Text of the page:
Canadian Prime Minister Justin Trudeau rejected pleas urging the state head to halt the extraction of Huawei senior executive Meng Wanzhou. Trudeau in a press briefing on Thursday told reporters, “If countries around the world, including China, realize that by arbitrarily arresting random Canadians they can get what they want out of Canada, politically, well that makes an awful lot more Canadians who travel around the world vulnerable.”
On June 23, 19 of Canadian leaders including former parliamentarians, judges and senior diplomats wrote a letter to Trudeau asking the President to free Meng and help Canada “re-define its strategic approach to China.”
The letter read,”There is no question that the U.S. extradition request has put Canada in a difficult position. As prime minister, you face a difficult decision. Complying with the U.S. request has greatly antagonized China.”
The supporters of the letter argued that by freeing Meng, Canada would have a chance to negotiate with the Chinese government for the release of Michael Kovrig and Michael Spavor, the two Canadians who were detained in Beijing shortly after Meng’s arrest on charges of espionage. Meng, the Chinese telecom giant’s chief financial officer was arrested in December 2018 in Vancouver, for allegedly violating US sanctions on Iran and conducting business with the Islamic State.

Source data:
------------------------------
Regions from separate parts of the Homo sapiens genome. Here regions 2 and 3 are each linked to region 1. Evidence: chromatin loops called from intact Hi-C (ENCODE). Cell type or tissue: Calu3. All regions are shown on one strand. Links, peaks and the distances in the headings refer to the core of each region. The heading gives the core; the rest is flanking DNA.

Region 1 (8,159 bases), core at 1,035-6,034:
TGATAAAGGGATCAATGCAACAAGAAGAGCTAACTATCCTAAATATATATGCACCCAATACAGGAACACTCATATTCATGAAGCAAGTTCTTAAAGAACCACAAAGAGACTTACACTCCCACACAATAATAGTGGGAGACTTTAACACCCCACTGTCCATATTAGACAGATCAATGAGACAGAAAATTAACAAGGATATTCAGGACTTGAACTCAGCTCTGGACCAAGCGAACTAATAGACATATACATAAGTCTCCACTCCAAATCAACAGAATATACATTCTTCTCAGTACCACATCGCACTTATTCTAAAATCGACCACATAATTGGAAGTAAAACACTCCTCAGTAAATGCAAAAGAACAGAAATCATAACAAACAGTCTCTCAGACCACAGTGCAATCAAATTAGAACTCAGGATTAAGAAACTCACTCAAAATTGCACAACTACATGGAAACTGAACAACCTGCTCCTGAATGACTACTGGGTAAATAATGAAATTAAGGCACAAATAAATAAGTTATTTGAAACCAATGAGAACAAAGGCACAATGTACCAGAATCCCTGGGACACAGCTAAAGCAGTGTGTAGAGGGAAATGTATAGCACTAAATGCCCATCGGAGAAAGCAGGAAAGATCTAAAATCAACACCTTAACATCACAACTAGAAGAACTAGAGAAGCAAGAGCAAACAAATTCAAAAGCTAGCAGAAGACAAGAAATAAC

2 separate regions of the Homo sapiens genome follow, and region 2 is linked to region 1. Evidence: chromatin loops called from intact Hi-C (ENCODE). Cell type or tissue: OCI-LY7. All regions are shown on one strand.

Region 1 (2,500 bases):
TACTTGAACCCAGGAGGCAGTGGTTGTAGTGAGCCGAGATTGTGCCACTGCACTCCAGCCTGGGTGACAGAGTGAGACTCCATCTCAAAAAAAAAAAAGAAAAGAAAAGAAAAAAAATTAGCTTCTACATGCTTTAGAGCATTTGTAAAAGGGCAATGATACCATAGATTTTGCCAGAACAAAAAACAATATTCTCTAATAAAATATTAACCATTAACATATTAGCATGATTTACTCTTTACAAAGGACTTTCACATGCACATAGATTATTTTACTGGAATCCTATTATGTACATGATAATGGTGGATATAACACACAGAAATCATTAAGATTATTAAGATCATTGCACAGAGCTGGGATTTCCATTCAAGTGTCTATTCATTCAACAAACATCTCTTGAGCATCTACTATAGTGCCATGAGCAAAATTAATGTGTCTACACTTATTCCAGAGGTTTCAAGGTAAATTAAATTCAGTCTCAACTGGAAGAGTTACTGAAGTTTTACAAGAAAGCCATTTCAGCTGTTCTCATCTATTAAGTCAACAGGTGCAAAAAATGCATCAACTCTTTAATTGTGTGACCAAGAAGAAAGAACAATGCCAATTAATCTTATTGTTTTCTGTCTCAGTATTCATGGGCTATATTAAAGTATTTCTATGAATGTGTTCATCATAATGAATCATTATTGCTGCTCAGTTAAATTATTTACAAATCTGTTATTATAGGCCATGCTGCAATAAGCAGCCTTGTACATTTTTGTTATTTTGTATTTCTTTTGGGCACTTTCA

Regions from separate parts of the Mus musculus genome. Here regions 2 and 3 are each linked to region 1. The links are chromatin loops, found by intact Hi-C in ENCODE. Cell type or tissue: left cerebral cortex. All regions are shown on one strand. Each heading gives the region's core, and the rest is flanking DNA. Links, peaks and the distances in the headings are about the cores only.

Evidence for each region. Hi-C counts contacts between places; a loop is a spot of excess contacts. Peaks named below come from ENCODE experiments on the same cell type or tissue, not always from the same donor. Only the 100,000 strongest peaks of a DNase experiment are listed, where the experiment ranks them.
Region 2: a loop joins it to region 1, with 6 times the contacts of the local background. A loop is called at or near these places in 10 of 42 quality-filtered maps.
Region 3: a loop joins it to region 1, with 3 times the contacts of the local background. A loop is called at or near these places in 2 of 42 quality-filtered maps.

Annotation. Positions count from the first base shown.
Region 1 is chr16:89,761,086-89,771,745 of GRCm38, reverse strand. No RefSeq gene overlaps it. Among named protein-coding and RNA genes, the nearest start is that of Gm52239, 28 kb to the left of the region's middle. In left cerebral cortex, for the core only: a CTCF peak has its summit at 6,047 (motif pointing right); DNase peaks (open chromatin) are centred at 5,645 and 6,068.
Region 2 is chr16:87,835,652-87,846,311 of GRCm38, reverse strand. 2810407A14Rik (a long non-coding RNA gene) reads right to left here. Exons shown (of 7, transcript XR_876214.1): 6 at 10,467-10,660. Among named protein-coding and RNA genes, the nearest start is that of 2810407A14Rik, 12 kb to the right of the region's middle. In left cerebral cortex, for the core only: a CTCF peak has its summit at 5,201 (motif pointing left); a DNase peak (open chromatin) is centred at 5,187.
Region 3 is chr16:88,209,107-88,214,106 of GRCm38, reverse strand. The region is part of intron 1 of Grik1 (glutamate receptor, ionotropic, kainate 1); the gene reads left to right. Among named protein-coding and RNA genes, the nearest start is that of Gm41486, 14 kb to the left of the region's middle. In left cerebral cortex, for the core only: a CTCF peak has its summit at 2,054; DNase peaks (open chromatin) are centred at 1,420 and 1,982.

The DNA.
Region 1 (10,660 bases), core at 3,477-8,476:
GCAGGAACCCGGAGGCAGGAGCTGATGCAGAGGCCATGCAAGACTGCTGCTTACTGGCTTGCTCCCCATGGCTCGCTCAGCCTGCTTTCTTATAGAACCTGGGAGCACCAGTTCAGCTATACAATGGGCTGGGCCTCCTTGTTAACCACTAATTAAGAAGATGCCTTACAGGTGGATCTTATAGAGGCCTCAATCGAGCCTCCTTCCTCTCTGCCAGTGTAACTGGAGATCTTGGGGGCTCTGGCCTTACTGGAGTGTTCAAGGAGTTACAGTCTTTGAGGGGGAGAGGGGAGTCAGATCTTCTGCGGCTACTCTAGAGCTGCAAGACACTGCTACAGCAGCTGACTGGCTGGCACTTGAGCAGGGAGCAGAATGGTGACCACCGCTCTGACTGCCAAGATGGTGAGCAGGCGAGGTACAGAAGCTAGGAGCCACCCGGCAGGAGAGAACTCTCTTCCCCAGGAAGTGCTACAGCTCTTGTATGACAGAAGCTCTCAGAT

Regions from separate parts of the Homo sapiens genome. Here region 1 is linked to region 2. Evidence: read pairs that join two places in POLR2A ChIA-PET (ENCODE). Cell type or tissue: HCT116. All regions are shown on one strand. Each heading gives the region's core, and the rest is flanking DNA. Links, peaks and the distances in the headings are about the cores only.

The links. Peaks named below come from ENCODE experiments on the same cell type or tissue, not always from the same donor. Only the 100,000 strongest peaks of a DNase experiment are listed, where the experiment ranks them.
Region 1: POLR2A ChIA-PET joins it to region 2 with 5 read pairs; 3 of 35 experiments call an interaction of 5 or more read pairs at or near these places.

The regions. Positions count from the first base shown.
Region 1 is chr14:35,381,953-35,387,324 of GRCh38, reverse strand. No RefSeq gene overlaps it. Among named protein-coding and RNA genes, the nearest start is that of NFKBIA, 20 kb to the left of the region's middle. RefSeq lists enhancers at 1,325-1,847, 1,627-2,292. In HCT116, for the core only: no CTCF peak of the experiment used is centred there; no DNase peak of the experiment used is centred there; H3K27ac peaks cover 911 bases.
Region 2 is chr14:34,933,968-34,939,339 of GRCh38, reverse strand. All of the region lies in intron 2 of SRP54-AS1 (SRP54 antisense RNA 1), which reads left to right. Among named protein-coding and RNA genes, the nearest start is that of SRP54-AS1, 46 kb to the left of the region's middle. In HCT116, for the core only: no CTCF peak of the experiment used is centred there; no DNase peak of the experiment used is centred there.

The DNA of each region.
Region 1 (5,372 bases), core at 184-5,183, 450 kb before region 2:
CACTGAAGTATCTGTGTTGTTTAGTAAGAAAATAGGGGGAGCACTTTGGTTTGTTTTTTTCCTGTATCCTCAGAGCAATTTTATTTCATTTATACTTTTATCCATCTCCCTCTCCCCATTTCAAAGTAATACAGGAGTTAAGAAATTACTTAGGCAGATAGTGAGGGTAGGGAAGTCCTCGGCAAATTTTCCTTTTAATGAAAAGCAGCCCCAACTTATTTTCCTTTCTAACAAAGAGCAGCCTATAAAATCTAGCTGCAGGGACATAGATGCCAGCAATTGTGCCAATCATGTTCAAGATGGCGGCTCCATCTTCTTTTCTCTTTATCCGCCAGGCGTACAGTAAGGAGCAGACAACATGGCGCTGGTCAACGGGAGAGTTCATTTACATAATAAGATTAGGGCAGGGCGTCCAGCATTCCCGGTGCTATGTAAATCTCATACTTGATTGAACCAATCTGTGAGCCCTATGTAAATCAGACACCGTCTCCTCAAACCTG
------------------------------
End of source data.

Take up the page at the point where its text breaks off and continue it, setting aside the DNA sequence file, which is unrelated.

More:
The signatories of the letter included former Supreme Court justice Louise Arbour, former Liberal foreign affairs minister Lloyd Axworthy, former Conservative foreign affairs minister Lawrence Cannon, former Conservative senator Hugh Segal and former NDP leader Ed Broadbent, among others.
Disagreeing with the co-signers, who have been building immense pressure on the Canadian Prime Minister, Trudeau said, “We need to continue to be absolutely crystal clear that Canada has an independent judiciary and those processes will unfold independently of any political pressure — including by foreign governments.” Trudeau added,”We will continue to remain steadfast and strong and say very clearly in our actions and in our words that randomly arresting Canadians doesn’t give you leverage over the government of Canada anywhere in the world.”